IMPORTANT: ALWAYS SUPERVISE CHILDREN AND DOGS WHEN TOGETHER. For example, at playtime and feeding time. Dogs get tired very quickly so they must have somewhere to go away from the children. A good idea is a dog crate, this will be his den, a place to rest and will save you endless worry and stress.
Teach the children to teach the dog to sit before any fuss or treats are given. Try not to let children and dog ‘roll around’ on the floor play fighting.
The dog will get excited and play biting can get out of hand if the children have not been taught how to stop the play. It also means that the dog will see the children as litter mates because the children do not know how to read the canine body language. Better to let the child play ball with the dog and focus attention on the ball, the child then stops the game by putting the ball away. A well-known phrase by APBC member John Rogerson is ‘Control the games and control the dog’.
Let your child add tasty food to the dog’s food bowl. Anyone then approaching the food will not be seen as a threat.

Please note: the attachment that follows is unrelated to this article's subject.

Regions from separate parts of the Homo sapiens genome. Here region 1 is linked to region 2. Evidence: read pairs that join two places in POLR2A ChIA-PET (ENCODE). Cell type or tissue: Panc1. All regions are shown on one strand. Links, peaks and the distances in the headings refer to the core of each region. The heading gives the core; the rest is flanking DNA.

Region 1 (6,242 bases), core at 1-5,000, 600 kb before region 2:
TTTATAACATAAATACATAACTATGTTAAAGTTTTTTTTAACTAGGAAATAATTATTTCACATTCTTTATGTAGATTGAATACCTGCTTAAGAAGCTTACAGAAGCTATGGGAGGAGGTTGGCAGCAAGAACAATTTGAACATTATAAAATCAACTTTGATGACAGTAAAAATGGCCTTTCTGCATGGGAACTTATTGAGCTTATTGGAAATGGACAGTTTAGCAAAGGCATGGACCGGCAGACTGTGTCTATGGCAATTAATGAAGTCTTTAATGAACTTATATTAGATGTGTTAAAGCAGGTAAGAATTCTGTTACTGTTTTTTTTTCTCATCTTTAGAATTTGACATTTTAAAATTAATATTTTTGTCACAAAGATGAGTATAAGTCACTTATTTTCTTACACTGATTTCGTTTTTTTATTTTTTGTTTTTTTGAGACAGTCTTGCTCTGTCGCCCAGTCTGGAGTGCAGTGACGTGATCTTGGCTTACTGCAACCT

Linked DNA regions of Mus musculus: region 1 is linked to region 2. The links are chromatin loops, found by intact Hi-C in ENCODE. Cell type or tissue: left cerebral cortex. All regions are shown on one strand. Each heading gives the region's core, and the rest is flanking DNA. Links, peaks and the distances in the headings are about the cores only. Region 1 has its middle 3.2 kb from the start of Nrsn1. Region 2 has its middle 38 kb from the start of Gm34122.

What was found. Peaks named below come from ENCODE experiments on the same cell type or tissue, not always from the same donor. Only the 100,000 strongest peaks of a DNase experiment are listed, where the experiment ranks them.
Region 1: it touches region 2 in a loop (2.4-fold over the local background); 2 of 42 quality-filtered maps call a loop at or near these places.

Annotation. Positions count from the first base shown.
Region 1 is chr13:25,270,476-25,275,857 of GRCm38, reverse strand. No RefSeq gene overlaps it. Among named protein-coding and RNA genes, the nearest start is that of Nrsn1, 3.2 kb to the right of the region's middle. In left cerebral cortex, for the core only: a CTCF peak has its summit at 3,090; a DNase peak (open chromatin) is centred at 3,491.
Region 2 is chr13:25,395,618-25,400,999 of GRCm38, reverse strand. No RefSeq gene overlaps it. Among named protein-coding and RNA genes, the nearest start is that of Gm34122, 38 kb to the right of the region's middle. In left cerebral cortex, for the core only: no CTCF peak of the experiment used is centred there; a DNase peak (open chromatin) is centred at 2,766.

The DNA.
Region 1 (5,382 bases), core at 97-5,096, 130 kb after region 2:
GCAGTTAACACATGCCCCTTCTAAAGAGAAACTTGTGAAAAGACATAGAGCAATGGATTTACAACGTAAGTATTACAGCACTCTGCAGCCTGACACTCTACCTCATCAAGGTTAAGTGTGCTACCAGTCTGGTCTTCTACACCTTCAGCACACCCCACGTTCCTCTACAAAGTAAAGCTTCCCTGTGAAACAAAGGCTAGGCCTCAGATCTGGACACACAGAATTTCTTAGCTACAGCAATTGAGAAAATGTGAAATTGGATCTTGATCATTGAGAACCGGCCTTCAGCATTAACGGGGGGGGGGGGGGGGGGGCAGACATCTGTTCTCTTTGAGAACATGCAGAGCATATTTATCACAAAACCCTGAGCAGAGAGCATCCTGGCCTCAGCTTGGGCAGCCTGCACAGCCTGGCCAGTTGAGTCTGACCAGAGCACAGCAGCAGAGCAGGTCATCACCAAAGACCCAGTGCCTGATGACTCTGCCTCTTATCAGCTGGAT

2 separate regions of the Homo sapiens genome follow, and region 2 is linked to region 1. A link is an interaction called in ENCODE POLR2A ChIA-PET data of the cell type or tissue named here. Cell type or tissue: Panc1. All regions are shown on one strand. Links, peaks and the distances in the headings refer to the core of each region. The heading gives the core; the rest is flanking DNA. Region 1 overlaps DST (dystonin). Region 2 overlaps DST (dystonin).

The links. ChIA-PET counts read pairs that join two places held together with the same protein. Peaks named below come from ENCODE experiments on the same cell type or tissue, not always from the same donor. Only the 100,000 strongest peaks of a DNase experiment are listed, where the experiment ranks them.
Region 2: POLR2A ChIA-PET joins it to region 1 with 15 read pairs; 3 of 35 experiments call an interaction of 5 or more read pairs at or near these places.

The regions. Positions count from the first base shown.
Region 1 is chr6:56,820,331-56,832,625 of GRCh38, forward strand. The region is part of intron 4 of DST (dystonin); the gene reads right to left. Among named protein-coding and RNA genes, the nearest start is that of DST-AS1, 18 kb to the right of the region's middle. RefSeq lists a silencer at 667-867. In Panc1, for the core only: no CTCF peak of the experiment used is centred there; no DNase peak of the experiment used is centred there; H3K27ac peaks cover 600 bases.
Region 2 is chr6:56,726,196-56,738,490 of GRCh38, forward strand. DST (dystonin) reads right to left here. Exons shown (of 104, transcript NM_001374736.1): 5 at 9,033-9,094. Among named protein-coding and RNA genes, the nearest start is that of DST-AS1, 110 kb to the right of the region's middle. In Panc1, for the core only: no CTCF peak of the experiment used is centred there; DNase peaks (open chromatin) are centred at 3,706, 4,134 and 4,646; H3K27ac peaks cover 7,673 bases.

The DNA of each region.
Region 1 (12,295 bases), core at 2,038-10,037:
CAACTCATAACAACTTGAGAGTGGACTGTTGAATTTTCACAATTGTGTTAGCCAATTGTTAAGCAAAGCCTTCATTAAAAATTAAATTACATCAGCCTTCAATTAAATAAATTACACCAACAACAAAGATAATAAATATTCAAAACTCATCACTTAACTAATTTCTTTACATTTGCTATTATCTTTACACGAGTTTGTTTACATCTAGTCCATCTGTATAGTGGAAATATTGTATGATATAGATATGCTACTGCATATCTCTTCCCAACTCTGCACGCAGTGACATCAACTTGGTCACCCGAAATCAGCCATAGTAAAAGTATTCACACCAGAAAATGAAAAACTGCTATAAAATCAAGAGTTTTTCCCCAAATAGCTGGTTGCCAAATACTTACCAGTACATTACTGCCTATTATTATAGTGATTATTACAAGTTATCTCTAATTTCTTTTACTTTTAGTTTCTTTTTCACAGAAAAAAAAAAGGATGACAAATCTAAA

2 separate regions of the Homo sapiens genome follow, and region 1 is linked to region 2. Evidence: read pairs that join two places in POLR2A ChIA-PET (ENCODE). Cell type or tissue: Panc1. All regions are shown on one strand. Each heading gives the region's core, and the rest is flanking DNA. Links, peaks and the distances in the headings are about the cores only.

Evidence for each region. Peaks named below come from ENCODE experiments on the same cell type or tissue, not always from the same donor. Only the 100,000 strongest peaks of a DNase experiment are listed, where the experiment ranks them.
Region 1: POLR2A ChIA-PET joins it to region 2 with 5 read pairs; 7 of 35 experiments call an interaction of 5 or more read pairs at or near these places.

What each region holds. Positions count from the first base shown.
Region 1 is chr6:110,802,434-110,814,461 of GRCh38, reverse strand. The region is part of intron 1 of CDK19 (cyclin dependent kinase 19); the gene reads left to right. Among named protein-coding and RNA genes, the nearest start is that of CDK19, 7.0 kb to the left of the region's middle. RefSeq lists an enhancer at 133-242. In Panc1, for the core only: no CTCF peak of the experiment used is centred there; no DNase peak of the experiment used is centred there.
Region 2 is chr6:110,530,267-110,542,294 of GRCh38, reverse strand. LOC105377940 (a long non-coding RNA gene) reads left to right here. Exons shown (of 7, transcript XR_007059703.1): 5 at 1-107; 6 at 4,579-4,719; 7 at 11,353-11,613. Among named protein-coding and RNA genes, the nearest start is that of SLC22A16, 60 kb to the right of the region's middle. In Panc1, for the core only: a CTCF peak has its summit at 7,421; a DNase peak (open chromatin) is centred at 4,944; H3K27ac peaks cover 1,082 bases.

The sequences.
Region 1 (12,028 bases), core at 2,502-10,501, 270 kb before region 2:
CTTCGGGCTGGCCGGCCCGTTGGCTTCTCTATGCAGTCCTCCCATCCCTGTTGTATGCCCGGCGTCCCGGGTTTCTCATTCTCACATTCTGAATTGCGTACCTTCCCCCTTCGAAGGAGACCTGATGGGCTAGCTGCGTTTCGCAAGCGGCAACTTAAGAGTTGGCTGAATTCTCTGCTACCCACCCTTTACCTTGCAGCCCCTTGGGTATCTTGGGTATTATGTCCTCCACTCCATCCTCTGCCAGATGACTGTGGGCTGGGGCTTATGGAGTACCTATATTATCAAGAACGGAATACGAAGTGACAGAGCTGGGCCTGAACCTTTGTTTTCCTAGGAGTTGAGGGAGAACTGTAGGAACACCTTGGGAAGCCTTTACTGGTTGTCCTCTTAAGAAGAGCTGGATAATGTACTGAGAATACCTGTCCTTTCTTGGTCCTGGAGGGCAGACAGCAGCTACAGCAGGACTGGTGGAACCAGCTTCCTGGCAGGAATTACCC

Stress to children that the dog is not a toy and will be with the family for the rest of its life.
The first 6–18 weeks are the most important. Teach children how to handle the dog calmly. Dog school is the best place to teach both children and dogs.
If you know someone who has a baby, introduce the dog and baby under supervision. This may prove beneficial if you or friends are thinking of adding to your family whilst you have a dog.
DO NOT ALLOW CHILDREN TO ABUSE YOUR DOG. He/she is a living, breathing animal that can feel pain, annoyance and who can be driven by his instincts to do the unexpected in certain circumstances. If we are lucky, he’ll be fairly tolerant, but what right do we have to take advantage of that?
FINALLY AND MOST IMPORTANTLY, NEVER, NEVER, UNDER ANY CIRCUMSTANCES, LEAVE YOUR DOG ALONE WITH A CHILD – not even to pop out for a few minutes. Take one or the other with you.
Don’t take a risk, which you may regret later.